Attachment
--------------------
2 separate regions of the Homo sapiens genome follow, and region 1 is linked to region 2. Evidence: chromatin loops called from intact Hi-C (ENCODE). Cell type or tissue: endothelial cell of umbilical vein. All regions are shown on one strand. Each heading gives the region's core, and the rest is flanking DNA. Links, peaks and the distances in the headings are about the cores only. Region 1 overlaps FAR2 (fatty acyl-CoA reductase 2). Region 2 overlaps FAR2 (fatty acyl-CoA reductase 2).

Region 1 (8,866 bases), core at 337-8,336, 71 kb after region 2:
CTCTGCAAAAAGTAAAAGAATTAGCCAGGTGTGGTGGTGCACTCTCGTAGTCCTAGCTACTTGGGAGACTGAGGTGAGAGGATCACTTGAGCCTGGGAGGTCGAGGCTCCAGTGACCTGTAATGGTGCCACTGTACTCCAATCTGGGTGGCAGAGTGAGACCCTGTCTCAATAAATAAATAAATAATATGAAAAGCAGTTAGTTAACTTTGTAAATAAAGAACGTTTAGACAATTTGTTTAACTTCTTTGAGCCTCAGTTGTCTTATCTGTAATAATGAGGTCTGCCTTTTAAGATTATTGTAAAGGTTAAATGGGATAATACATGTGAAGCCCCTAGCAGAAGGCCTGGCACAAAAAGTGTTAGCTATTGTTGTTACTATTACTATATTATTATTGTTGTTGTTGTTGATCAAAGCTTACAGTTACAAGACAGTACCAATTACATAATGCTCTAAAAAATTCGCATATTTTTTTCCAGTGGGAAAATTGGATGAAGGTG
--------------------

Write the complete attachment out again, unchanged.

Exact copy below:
2 separate regions of the Homo sapiens genome follow, and region 1 is linked to region 2. Evidence: chromatin loops called from intact Hi-C (ENCODE). Cell type or tissue: endothelial cell of umbilical vein. All regions are shown on one strand. Each heading gives the region's core, and the rest is flanking DNA. Links, peaks and the distances in the headings are about the cores only. Region 1 overlaps FAR2 (fatty acyl-CoA reductase 2). Region 2 overlaps FAR2 (fatty acyl-CoA reductase 2).

Region 1 (8,866 bases), core at 337-8,336, 71 kb after region 2:
CTCTGCAAAAAGTAAAAGAATTAGCCAGGTGTGGTGGTGCACTCTCGTAGTCCTAGCTACTTGGGAGACTGAGGTGAGAGGATCACTTGAGCCTGGGAGGTCGAGGCTCCAGTGACCTGTAATGGTGCCACTGTACTCCAATCTGGGTGGCAGAGTGAGACCCTGTCTCAATAAATAAATAAATAATATGAAAAGCAGTTAGTTAACTTTGTAAATAAAGAACGTTTAGACAATTTGTTTAACTTCTTTGAGCCTCAGTTGTCTTATCTGTAATAATGAGGTCTGCCTTTTAAGATTATTGTAAAGGTTAAATGGGATAATACATGTGAAGCCCCTAGCAGAAGGCCTGGCACAAAAAGTGTTAGCTATTGTTGTTACTATTACTATATTATTATTGTTGTTGTTGTTGATCAAAGCTTACAGTTACAAGACAGTACCAATTACATAATGCTCTAAAAAATTCGCATATTTTTTTCCAGTGGGAAAATTGGATGAAGGTG